A Better Understanding of Cephalopods

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  • Topic: Cephalopod, Squid, Mollusca
  • Pages : 5 (1760 words )
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  • Published : September 24, 2008
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A Better Understanding of

July 27, 2008

Cephalopods are the mollusk class cephalopoda (“head-foot”) and are characterized by bilateral body symmetry and usually a large head (Campbell et al. 2004). Cephalopods are found in all the oceans of the earth at nearly every depth. None can tolerate freshwater, but a few of them can withstand living in brackish (where salt and fresh water meet) water. There are two main subclasses of cepahalopds, the coleoidea and the nautiloidea, and are classified by whether or not the mollusk has a shell. Cephalopods are often regarded as the most intelligent of invertebrates as they posses large brains complemented by well-developed senses. The class developed during the late Cambrian, and early cephalopods were likely predators near the top of the food chain. Their lengthy evolutionary history spans an impressive 500 million years and has left a vast record of fossils, making them an excellent speciment to study and track their evolutionary history (Vendetti et al. 2006). Today cephalopods are eaten worldwide and are vital to those who consume them. Playing a key roll in their ecosystem as both predator and prey, cephalopods have shown to have an important role on earth (Piatkowski et al. 2001). Characteristics:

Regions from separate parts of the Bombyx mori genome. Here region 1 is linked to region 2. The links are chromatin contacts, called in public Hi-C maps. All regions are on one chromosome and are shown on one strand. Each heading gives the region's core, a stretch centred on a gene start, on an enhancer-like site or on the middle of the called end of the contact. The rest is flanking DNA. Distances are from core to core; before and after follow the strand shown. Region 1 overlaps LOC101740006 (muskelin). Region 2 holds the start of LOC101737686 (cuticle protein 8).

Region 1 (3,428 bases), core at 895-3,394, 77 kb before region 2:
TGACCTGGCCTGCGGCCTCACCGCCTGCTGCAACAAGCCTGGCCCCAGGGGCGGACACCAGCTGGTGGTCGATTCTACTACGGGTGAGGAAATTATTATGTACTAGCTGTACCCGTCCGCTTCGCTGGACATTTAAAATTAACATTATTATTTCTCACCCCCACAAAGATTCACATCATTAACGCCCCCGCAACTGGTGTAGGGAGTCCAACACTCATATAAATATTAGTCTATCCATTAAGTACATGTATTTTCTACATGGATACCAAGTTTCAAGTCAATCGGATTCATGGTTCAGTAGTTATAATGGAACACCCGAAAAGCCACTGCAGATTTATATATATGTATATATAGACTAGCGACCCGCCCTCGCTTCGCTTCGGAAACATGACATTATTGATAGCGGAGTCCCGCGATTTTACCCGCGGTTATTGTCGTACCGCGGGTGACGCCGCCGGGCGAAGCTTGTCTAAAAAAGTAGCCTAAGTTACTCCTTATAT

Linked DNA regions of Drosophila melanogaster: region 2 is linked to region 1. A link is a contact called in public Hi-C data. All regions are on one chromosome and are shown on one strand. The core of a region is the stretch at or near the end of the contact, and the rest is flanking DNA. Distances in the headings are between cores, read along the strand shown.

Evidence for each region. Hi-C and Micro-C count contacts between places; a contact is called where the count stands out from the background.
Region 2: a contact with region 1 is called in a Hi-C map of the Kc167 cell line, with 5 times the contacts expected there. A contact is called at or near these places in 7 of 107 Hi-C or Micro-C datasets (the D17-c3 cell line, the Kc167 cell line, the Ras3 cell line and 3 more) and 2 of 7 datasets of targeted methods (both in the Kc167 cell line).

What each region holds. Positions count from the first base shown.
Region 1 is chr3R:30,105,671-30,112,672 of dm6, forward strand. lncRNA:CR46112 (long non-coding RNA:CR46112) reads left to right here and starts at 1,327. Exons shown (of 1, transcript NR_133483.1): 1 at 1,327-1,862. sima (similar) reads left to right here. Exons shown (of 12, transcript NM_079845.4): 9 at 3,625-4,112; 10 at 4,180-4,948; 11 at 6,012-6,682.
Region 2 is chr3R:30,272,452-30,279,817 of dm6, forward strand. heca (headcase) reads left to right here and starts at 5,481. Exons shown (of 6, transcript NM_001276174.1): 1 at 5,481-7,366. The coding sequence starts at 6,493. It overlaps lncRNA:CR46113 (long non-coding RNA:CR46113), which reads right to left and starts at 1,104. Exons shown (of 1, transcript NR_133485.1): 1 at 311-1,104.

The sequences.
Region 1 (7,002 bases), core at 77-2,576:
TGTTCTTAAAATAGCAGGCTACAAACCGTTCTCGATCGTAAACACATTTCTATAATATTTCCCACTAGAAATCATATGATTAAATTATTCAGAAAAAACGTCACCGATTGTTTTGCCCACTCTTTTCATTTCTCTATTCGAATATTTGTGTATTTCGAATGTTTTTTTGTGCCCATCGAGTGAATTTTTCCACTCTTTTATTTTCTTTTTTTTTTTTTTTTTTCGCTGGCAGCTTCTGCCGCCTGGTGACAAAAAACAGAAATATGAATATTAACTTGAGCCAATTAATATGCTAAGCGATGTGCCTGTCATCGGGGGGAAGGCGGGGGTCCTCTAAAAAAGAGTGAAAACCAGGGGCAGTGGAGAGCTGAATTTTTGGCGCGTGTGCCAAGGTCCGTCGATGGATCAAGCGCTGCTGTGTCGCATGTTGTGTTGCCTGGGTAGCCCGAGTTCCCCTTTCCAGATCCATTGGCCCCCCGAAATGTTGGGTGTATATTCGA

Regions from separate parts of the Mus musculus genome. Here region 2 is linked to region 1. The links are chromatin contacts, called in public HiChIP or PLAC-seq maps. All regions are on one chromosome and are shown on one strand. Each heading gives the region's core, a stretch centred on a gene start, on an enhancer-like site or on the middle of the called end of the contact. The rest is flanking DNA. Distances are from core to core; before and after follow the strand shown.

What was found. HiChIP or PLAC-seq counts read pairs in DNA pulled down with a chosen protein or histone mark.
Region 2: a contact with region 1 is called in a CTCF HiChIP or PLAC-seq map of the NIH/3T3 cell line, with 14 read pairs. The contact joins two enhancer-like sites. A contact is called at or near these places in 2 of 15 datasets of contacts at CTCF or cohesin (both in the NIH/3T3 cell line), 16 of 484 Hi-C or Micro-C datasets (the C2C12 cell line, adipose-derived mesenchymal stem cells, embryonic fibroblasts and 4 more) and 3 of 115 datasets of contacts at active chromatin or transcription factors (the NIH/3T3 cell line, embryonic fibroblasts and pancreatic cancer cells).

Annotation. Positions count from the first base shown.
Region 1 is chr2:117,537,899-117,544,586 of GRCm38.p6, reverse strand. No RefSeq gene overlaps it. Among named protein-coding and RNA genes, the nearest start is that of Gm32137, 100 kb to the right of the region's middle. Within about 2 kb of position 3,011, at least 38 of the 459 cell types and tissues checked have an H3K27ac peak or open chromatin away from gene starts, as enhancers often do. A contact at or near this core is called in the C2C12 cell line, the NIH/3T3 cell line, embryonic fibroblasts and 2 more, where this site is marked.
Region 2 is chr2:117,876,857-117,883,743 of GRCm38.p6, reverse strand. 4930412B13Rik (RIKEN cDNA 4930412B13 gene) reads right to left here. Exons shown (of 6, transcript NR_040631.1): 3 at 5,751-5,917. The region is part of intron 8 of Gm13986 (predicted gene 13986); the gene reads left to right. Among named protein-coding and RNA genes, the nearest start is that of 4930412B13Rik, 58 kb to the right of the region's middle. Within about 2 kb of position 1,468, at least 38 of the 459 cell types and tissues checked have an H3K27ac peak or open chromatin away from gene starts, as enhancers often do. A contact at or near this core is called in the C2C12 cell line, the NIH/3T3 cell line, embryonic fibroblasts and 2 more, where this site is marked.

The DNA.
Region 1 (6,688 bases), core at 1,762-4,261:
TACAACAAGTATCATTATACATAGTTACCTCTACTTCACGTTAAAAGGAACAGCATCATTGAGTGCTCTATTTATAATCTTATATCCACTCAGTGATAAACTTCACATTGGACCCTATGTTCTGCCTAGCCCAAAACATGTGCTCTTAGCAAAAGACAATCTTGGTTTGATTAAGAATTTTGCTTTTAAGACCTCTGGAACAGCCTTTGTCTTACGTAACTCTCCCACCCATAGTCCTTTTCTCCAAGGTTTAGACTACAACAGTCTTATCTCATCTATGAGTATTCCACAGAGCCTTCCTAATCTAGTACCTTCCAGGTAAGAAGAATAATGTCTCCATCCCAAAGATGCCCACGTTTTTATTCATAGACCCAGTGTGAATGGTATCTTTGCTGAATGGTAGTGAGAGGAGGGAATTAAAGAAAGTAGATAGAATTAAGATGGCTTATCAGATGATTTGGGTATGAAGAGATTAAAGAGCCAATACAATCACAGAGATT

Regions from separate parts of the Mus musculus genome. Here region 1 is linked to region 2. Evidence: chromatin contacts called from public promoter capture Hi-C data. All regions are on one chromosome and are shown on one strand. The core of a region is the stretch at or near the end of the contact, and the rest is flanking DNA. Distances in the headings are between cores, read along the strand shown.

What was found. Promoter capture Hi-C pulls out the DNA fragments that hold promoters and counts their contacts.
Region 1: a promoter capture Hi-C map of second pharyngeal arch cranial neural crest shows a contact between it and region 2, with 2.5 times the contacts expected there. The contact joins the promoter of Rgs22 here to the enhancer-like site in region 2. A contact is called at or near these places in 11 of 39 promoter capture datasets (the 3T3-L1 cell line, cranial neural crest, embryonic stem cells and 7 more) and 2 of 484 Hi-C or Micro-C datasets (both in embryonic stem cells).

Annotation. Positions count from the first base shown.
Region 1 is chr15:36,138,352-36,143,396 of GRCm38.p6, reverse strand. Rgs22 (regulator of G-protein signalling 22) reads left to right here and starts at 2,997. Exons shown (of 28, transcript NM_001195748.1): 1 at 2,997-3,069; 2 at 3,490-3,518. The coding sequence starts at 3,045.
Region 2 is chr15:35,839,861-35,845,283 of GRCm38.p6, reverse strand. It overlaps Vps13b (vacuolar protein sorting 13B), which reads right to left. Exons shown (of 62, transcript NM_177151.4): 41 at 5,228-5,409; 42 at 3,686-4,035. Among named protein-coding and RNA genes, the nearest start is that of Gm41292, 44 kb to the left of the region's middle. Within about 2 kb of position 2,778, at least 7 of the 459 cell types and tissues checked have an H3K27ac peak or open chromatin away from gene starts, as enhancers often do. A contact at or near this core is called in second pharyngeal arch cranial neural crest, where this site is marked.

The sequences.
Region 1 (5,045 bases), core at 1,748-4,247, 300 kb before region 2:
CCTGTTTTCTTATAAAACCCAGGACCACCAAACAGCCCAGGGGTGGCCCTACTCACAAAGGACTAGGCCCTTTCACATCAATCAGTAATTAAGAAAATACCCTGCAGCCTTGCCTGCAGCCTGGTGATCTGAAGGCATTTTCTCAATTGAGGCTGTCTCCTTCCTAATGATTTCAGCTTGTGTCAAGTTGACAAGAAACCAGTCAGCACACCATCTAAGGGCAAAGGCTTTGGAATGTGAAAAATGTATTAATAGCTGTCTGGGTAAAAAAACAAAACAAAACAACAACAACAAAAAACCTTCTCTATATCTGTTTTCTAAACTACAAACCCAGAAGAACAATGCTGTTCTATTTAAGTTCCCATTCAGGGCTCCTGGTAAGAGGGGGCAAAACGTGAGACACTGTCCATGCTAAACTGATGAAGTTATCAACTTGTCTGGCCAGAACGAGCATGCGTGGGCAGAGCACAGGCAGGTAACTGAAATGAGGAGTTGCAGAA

There are approximately 17,000 named species of fossil cephalopods with only 800 species still living. With such a diverse number of species it has been identified that 3 clades have become entirely extinct: Endoceratoidea, Actinoceratoidea, and Bactritoidea. The focus will be drawn upon the two living clades, the coleoidea and the nautiloidea. The coleoidea is characterized by having an internalized shell or no shell at all, and include the octopus, squid, and cuttlefish. The nautiloideas still have a shell and this clade includes the nautilus (Vendetti et al. 2006). The greatest number of known cephalopods are members of the coleoids. Of the coleoids the squids are the most common and are characterized by a flexible internal shell called a pen, a torpedo shaped body, and quick movement. The cuttlefish looks similar to a squid but has a more stout body, a larger internal shell called a cuttlebone, and fins for propulsion. Octopuses are the most evolved of cephalopods and through evolutionary adaptation have lost their shell, indicating successful adaptations to their environment. Nautiloids are characterized by having an external shell, and are among the earliest cephalopods discovered. They have a planispiral shell shape with interconnected internal chambers, allowing the animal to withstand great pressure but resulting in the loss of buoyancy control (Vendetti et al 2006). One prominent feature first noticed by many about the cephalopods is the size of their head compared to the rest of their body. Surprisingly, these heads do in fact hold large brains, and cephalopods are widely regarded as the most intelligent invertebrates. With highly developed eyes and other sensory organs, cephalopods are able to retain information and learn by example or through trial and error. Possessing the most complex nervous system of any invertebrate, giant nerve fibers found in the mantle have been a favorite experimental specimen of neurophysiologists for many years (Wood 2006). Cephalopods have good vision, and all but one species see in black and white. This is strange because cephalopods have the ability to change color in the presence of a predator or when they feel threatened. When changing color they use their chromatophores to change brightness and pattern in accordance with their surroundings. Their ability to blend with their surroundings comes from cells such as iridophores and leucophores that reflect light from the environment (Vendetti et al. 2006). In addition to the highly developed nervous system, cephalopods are the only molluscs with a closed circulatory system. Their vascular system that has two gill hearts that move...
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